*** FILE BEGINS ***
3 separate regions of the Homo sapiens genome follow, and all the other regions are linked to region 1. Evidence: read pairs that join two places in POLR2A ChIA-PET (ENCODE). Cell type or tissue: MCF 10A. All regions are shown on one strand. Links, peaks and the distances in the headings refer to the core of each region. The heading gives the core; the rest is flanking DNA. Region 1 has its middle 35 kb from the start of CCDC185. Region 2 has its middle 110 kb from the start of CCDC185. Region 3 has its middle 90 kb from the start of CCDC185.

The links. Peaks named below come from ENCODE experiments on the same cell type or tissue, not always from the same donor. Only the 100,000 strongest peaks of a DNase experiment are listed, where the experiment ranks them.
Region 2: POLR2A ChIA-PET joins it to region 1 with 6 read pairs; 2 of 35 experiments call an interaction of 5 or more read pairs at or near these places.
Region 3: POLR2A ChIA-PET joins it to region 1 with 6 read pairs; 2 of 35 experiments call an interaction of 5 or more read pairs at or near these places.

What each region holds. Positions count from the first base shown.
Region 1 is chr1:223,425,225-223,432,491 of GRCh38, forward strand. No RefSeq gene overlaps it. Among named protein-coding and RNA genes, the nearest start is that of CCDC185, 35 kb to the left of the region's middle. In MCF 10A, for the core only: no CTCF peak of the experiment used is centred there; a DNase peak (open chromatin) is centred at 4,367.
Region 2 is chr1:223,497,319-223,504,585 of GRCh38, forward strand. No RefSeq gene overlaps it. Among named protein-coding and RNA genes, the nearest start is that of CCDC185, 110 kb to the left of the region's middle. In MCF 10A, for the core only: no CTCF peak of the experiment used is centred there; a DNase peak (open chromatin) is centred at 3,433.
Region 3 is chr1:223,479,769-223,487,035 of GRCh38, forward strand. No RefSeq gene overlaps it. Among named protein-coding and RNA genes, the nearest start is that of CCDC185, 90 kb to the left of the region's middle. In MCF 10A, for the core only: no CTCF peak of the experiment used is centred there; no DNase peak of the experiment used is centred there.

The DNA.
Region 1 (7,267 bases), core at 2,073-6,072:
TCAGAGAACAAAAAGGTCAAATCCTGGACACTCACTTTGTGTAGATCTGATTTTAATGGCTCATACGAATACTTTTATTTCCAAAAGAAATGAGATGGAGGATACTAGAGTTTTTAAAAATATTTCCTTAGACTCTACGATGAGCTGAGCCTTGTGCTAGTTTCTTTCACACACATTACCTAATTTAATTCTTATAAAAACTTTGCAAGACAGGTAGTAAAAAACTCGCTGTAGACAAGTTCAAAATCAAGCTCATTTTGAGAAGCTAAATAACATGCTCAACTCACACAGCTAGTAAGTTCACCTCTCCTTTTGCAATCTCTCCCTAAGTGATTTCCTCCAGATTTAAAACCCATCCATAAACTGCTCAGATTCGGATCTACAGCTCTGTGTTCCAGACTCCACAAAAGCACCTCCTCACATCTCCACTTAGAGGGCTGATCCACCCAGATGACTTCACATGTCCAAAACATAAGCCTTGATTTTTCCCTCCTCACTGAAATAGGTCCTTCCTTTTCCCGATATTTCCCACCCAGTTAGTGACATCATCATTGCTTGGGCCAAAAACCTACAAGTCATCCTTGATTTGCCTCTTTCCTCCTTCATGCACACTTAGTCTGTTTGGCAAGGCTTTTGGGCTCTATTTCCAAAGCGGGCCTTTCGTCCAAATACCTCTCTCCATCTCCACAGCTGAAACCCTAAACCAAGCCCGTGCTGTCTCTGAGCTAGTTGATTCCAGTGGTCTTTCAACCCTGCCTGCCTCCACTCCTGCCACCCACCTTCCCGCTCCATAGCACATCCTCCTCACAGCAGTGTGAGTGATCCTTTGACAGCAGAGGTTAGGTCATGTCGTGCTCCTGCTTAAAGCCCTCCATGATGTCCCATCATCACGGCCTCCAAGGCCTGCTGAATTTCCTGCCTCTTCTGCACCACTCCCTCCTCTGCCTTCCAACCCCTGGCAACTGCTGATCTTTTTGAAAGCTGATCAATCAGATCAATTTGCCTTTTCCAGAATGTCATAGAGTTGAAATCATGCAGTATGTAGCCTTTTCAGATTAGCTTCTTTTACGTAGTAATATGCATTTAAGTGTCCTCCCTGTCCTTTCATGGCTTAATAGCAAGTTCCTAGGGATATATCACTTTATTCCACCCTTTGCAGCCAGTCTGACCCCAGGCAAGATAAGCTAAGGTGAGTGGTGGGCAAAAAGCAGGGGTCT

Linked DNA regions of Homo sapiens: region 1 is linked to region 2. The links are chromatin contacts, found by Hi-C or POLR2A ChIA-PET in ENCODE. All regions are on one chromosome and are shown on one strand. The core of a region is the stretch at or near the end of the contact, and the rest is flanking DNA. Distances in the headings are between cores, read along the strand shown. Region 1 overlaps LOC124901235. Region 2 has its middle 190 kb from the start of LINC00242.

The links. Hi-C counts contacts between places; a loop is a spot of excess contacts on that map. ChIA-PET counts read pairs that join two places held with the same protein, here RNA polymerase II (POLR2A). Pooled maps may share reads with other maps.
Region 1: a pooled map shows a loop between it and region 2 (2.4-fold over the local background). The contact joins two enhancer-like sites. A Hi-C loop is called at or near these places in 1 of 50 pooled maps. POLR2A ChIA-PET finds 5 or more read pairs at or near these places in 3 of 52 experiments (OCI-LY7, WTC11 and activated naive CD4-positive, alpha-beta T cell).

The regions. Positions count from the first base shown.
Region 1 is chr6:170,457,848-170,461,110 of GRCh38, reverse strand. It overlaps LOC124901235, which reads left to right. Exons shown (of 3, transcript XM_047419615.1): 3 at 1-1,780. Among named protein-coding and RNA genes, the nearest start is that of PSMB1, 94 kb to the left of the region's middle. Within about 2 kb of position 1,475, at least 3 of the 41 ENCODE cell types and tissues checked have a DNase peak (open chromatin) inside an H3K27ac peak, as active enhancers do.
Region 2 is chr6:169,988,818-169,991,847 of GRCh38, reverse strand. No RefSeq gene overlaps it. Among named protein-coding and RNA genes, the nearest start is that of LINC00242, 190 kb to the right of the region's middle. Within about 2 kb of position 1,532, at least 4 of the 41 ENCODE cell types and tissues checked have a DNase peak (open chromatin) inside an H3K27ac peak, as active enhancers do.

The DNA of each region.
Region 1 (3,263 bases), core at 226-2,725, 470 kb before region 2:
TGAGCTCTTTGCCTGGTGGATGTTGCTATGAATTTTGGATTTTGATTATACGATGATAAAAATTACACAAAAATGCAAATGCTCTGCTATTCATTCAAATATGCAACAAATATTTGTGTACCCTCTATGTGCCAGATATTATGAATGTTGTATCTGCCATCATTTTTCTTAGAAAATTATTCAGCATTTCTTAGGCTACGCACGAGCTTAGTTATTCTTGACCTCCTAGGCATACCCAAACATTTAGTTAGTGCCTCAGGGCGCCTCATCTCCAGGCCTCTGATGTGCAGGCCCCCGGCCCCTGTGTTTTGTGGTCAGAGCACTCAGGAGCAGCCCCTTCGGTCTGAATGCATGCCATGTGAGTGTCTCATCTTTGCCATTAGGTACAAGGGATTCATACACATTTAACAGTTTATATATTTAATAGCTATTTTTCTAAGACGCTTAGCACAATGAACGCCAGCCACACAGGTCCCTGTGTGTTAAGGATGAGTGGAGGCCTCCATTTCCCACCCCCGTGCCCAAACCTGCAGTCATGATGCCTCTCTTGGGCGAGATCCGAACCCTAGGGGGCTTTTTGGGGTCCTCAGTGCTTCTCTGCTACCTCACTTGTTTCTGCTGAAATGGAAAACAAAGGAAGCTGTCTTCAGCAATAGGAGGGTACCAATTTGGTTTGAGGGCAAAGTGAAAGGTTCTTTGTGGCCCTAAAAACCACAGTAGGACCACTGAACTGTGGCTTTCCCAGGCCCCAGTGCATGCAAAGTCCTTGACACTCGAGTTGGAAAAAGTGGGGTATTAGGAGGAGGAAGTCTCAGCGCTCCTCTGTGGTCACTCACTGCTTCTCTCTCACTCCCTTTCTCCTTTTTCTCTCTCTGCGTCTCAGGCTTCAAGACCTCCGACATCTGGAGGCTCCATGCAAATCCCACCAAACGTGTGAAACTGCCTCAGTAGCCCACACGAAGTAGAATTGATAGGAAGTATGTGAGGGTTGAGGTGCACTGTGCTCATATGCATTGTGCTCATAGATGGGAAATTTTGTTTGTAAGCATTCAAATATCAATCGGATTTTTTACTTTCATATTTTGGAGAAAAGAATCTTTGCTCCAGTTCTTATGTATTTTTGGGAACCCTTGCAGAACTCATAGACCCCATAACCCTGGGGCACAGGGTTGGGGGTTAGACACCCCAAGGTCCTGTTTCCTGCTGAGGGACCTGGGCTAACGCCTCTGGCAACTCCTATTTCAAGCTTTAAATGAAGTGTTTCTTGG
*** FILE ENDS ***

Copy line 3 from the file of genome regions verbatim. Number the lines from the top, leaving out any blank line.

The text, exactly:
Region 2: POLR2A ChIA-PET joins it to region 1 with 6 read pairs; 2 of 35 experiments call an interaction of 5 or more read pairs at or near these places.